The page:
"I'm sure that Lady Ilaria would have made a fine match," Anathema says, perhaps with a hint of patronizing. She shakes her head a bit as she takes another sip of her tea. "You aren't mad. There is nothing about you that speaks of madness." She shakes her head a bit before she casts her gaze out toward the fiery-colored windows. "How old are you, Lady Sabriel? Twenty, perhaps twenty-one?" The question lingers long enough for an answer before she continues. "I was nearly nineteen when I was summoned from the Mountains of my mother's kin, only to be told I would be continuing south to Hag's Mire to wed Ser Tyroan Nayland. I was furious, just like you are."

"Twenty-one," Sabriel admits, grimacing. Old enough to have thought she might be out of the woods, apparently. "He doesn't want to get married again, you know," she says, looking back to Anathema and trying another tack. "He loved his wife. And he's very much not finished mourning. He's got…" She waves a hand near her neck. "Honestly, I think it's some of her blood that he wears around his neck. That's definitely a sign of not being ready for another wife."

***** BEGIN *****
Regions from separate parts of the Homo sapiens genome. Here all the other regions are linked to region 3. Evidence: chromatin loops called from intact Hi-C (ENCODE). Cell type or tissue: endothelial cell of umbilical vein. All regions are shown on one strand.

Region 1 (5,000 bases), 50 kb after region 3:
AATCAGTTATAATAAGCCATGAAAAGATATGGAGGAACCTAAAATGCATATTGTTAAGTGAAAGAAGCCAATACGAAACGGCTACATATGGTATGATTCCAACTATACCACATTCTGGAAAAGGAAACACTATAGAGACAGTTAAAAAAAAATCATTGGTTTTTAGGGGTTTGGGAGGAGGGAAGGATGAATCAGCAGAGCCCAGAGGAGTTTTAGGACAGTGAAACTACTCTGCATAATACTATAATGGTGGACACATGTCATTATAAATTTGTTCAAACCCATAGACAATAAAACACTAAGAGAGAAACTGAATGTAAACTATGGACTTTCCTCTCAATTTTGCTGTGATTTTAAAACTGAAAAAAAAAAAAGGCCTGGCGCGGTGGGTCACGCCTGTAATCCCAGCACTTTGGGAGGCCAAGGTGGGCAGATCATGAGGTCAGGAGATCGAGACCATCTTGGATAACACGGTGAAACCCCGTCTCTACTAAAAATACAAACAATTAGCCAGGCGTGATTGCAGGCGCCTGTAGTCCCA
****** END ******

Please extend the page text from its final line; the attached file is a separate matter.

Anathema tilts her head a bit, and she offers the smallest of smiles. "My son will always love Falliah Flint. She was a woman of the North, a woman of the First Flints, a woman of great wildness and heart. I do not seek to replace that, but it is the duty of our status to marry — and not because of love. The Haighs and Naylands were at war just a few weeks ago, and now we seek an alliance to see that. Lady Ilaria will marry into another House, but you are the one your father sent to wed into the Naylands."

"He probably thought you'd say no!" Sabriel tries to object again, pacing a few more steps. "Aren't you all supposed to hate Terricks? My mother's a Terrick. And I'm not a very good lady." She pauses, looking around the room as her earlier interest turns to some dismay with the realization that that's probably not a huge issue here. "Couldn't you all just agree to be friends, like responsible adults?"